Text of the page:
-- Researchers in Cleveland have tested a system that decodes brain signals and transmits them to stimulators in the arm, allowing a man paralyzed from the shoulders down to regain movement in his hand and arm. The Lancet
has published the first study to look at results for this new technology, researched by Case Western Reserve University (CWRU) and University Hospitals Cleveland Medical Center.
Fifty-six-year-old Bill Kochevar of Cleveland had not used his right arm in eight years after a traumatic high spinal cord injury from a bicycle accident. In the study, he extended his arm, grasped a cup and brought it to his mouth and fed himself using a fork.
“Bill is the first patient ever who was fully paralyzed to move his fully paralyzed limb under his own control,” says Benjamin Walter, MD, Director of the UH Movement Disorders Program and Clinical Principal Investigator for the study in Cleveland. “It’s incredibly exciting. I can’t think of anything more amazing than being able to help someone who is paralyzed to be able to move again and move under their own free will, their own command, in a very natural way.”
A team of University Hospitals surgeons implanted two electrode arrays – each about the size of a baby aspirin – in the left motor cortex on the surface of the patient’s brain. The brain-computer interface (BCI) uses 96 hair-thin electrodes that sense the electromagnetic waves of neurons controlling the arm and hand. The team then implanted the 36 electrodes of the Functional Electrical Stimulation (FES) to animate muscles in the upper and lower arm. The BCI decodes the recorded brain signals into the intended movement command, which is then converted by the FES system into patterns of electrical pulses. These pulses trigger the muscles controlling the hand, wrist, arm, elbow and shoulder, turning thought into action.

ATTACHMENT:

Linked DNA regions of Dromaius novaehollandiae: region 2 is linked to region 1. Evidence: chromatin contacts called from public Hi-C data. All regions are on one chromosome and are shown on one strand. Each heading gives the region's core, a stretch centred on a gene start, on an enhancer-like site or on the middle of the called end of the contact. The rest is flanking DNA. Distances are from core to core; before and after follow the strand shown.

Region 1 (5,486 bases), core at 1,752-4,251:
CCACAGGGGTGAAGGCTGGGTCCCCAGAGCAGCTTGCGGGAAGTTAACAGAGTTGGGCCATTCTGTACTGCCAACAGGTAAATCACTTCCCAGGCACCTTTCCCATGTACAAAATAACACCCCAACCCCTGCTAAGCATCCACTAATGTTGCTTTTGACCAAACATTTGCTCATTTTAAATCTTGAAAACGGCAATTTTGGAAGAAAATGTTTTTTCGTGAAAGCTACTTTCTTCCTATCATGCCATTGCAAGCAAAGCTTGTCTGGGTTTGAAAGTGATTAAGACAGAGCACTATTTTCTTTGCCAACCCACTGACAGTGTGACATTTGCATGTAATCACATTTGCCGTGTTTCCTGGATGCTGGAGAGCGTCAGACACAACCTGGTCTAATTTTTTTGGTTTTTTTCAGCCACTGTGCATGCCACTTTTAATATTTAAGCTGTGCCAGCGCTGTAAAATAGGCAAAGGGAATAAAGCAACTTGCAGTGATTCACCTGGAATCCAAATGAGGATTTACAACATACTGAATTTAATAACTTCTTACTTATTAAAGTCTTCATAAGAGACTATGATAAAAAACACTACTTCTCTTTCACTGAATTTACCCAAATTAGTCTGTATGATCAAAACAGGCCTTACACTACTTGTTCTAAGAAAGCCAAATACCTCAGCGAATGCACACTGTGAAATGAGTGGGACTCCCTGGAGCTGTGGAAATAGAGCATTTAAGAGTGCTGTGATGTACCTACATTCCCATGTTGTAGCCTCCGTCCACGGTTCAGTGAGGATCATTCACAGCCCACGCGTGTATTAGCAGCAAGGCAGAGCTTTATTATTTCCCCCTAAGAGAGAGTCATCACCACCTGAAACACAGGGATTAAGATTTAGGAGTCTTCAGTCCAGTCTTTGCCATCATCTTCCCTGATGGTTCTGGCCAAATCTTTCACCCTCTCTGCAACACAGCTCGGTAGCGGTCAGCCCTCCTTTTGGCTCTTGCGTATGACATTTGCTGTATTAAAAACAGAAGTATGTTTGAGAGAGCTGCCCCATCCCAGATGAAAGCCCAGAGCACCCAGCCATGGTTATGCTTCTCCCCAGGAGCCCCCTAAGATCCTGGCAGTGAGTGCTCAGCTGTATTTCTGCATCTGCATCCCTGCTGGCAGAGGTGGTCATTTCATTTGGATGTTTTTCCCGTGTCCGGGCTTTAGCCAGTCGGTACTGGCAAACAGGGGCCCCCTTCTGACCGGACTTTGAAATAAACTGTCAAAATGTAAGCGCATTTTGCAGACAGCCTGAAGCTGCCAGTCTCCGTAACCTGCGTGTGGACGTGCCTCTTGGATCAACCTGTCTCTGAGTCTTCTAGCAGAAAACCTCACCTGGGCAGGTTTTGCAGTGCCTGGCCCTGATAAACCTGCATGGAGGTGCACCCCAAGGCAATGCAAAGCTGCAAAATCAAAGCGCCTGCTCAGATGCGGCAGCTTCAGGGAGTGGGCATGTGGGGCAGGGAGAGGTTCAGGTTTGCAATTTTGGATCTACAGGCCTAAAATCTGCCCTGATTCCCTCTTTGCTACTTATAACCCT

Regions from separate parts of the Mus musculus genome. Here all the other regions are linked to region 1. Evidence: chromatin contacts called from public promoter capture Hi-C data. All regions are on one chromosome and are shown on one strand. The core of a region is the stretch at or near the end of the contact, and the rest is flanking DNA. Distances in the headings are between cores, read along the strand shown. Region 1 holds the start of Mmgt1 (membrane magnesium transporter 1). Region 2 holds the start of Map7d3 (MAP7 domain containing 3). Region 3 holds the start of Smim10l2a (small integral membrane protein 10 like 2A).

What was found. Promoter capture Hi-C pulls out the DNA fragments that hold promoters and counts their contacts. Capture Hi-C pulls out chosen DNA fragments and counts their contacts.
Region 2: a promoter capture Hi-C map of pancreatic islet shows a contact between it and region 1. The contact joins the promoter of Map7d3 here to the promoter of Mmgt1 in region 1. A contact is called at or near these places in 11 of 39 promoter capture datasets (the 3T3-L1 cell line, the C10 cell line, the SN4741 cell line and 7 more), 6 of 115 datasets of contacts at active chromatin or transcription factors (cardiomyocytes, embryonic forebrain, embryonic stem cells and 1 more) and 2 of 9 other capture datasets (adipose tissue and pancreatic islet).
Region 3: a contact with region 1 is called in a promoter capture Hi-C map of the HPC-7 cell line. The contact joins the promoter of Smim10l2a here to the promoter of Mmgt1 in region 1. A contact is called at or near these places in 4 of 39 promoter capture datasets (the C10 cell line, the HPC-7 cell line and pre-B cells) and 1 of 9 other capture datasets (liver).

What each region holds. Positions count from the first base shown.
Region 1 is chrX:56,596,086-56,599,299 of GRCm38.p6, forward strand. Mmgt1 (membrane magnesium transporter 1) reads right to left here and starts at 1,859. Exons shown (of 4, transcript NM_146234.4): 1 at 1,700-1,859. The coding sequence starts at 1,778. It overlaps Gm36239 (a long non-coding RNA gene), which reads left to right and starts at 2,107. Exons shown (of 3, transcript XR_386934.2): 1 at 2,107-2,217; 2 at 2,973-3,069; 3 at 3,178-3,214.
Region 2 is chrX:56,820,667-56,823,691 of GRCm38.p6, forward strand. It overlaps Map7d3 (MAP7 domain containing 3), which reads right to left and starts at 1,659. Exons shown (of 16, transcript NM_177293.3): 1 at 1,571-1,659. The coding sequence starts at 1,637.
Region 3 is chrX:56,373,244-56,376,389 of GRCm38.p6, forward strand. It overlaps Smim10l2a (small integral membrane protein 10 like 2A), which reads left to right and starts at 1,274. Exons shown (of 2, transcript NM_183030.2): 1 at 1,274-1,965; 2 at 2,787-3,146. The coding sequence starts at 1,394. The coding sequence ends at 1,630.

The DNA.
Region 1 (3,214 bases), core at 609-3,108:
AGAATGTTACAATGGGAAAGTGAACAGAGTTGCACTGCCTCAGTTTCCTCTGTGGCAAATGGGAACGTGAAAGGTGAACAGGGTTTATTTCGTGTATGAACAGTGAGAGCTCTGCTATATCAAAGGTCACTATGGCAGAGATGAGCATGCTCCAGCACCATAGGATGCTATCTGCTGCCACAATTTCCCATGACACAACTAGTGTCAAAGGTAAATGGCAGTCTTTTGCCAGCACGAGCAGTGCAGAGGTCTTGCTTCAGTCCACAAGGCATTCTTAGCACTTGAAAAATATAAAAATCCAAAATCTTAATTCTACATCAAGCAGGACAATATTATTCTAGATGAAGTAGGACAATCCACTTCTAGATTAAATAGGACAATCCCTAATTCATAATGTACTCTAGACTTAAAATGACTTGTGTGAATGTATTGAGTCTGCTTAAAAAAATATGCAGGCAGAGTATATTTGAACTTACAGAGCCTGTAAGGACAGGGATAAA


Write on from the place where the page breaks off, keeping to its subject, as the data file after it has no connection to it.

To prepare him to use his arm again, Kochevar first learned how to use his brain signals to move a virtual reality arm on a computer screen.
The study, published March 28th
, is the first to restore brain-controlled reaching and grasping in a person with complete paralysis. The technology, which is only for experimental use in the USA, circumvents rather than repairs spinal injuries, meaning the participant relies on the device being implanted and switched on to move.
Lead author of the study is Bolu Ajiboye, PhD, assistant professor of biomedical engineering at Case Western Reserve University, and senior author is Robert Kirsch, PhD, Chair of CWRU biomedical engineering, and executive director of the FES Center.
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Case Western Reserve University."